An optical illusion has sparked debate on social media, after it caused each person to see a different number.
The image, shared by Twitter user @benownie, features a black-and-white circle with a zig-zag pattern inside that contains a set of hidden numbers.
However, viewers can’t seem to agree on what those numbers are.
DO you see a number?
If so, what number? pic.twitter.com/wUK0HBXQZF
— Benonwine (@benonwine) February 16, 2022
“DO you see a number? If so, what number?”, the user captioned the post.
Since the pattern aims to trick the eye into thinking the image is moving, it can be quite tricky to distinguish which numbers lie behind it, with most seeing a jumble of different numbers.
“845283,” one person guessed.
“45 283… and what’s the catch? Should I book an appointment with my GP?” another said.
Another user and fan of Douglas Adams’ novel The Hitchhiker’s Guide to Galaxy pointed out the correct answer could be a sneaky Easter egg for fellow fans.
“3452939. Strangely, this is also the telephone number of an Islington flat where Arthur Dent went to a fancy dress party, and met a very nice young woman whom he totally blew it with,” they wrote.
“A few hitchhikers [sic] guide diehard fans peeking out of the closet here. I love you all x.”
The image even prompted some to suggest others who struggled with the photo to get their eyes tested for astigmatism.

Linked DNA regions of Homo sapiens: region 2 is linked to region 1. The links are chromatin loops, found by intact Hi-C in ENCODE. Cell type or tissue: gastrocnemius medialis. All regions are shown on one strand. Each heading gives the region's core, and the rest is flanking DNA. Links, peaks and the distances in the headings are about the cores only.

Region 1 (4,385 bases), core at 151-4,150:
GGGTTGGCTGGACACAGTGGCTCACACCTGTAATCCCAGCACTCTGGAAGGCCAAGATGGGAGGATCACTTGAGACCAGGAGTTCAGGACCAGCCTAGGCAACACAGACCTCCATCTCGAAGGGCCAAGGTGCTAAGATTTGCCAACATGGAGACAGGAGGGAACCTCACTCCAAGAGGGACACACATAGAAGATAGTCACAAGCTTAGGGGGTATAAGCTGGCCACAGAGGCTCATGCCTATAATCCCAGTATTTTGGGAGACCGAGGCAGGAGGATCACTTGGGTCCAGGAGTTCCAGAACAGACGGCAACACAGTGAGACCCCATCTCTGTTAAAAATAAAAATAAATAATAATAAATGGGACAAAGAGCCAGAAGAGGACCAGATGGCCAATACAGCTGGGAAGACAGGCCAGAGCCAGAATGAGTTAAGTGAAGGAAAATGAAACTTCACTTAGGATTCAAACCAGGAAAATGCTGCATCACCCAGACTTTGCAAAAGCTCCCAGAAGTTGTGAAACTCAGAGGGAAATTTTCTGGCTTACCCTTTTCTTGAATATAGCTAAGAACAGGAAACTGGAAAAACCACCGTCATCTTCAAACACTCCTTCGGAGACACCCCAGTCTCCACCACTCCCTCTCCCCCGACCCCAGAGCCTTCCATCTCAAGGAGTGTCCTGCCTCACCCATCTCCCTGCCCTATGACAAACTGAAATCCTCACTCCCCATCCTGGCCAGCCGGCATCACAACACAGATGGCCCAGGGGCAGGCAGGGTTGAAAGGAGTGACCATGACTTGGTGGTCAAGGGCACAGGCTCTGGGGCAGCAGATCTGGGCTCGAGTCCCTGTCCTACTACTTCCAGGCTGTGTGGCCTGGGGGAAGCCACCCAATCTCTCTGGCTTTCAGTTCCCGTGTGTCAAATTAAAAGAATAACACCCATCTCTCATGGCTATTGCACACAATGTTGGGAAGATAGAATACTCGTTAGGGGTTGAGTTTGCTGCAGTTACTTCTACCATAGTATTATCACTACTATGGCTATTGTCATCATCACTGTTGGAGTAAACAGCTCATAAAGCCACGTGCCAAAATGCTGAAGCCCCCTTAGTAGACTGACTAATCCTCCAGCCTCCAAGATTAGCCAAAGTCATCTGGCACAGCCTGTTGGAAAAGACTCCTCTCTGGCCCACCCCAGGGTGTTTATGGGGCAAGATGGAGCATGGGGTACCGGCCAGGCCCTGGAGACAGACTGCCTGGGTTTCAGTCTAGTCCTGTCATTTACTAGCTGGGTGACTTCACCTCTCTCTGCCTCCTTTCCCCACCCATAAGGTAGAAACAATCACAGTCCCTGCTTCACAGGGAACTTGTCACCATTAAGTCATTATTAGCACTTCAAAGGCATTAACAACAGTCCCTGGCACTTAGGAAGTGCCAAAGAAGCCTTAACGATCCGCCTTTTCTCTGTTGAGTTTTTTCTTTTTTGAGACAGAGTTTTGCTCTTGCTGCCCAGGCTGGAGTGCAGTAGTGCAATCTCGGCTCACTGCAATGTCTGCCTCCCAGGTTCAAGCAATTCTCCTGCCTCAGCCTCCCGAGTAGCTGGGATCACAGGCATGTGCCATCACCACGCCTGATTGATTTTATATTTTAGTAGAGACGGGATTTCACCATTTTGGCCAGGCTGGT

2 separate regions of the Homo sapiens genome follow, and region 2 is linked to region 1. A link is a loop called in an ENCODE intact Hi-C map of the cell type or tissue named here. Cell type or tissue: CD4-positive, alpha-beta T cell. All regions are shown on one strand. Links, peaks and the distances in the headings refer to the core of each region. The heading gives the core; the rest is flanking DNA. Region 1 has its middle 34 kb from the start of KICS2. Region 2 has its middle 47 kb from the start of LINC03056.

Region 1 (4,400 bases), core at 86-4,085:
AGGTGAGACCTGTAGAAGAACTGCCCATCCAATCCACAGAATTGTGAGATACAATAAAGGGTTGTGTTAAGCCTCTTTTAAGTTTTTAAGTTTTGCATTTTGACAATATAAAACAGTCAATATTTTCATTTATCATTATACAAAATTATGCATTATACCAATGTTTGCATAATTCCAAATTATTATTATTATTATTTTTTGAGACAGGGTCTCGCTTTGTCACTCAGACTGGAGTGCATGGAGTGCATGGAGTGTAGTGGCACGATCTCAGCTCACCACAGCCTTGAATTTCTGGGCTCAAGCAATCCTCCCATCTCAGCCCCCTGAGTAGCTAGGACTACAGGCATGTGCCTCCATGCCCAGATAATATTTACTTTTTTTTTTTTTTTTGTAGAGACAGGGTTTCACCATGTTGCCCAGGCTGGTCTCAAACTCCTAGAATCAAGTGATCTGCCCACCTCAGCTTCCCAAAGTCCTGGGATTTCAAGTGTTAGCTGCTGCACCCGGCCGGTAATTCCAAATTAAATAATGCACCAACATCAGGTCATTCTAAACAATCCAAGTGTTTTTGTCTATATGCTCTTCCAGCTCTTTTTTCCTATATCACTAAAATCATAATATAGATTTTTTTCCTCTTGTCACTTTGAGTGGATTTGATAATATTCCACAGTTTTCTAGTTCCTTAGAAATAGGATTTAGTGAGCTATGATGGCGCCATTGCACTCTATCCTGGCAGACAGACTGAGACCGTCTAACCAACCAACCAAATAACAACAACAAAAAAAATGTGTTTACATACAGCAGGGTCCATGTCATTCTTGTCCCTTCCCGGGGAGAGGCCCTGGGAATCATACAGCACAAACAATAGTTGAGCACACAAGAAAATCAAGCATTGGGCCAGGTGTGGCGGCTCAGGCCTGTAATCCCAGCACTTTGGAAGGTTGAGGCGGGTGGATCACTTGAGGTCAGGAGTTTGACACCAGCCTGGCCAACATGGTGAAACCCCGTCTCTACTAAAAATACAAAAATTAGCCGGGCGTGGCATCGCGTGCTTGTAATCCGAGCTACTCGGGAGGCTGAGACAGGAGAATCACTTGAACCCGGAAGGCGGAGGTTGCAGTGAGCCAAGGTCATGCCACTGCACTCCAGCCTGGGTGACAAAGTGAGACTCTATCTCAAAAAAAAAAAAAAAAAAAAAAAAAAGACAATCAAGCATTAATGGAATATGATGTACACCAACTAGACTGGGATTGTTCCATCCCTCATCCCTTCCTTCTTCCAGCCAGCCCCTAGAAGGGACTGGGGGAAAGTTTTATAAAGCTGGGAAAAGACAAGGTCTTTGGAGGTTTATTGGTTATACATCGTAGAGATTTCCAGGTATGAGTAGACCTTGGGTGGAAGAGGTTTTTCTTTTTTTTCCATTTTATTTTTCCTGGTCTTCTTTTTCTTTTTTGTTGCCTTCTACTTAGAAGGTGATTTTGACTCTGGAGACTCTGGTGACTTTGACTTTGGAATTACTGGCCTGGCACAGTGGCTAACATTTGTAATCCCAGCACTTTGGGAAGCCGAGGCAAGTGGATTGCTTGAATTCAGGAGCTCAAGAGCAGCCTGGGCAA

“I can only see 528. Does that mean anything about my eyesight?” one concerned person wrote.
“When was the last time you had a sight test?” a helpful commenter replied. “Sounds like you may have an astigmatism or difficulty with contrast.”
Another user explained that the numbers a person can see could be proof of how good someone’s eyes were.
“I’m guessing the numbers you see depends on your ‘contrast sensitivity’ (different from what a standard eye measures),” they explained. “It can be tested by opticians. Worth doing if you’re struggling, as it can affect your ability to see at night, or rain, fog, etc.”
According to ScienceDirect, a repository for scientific research, contrast sensitivity describes “the ability to detect subtle differences in shading and patterns”, which is important for “detecting objects without clear outlines” such as “steps covered with a patterned carpet”.
An example contrast sensitivity test. Image: Vision Center
It’s likely that your contrast sensitivity has been tested if you wear glasses, which involves reading out black letters from a white chart which become less distinct across each row and from the top to the bottom of the chart.
This test is different from the one usually used during eye exams, such as those you take to receive or renew your driver’s licence.
This article first appeared on OverSixty.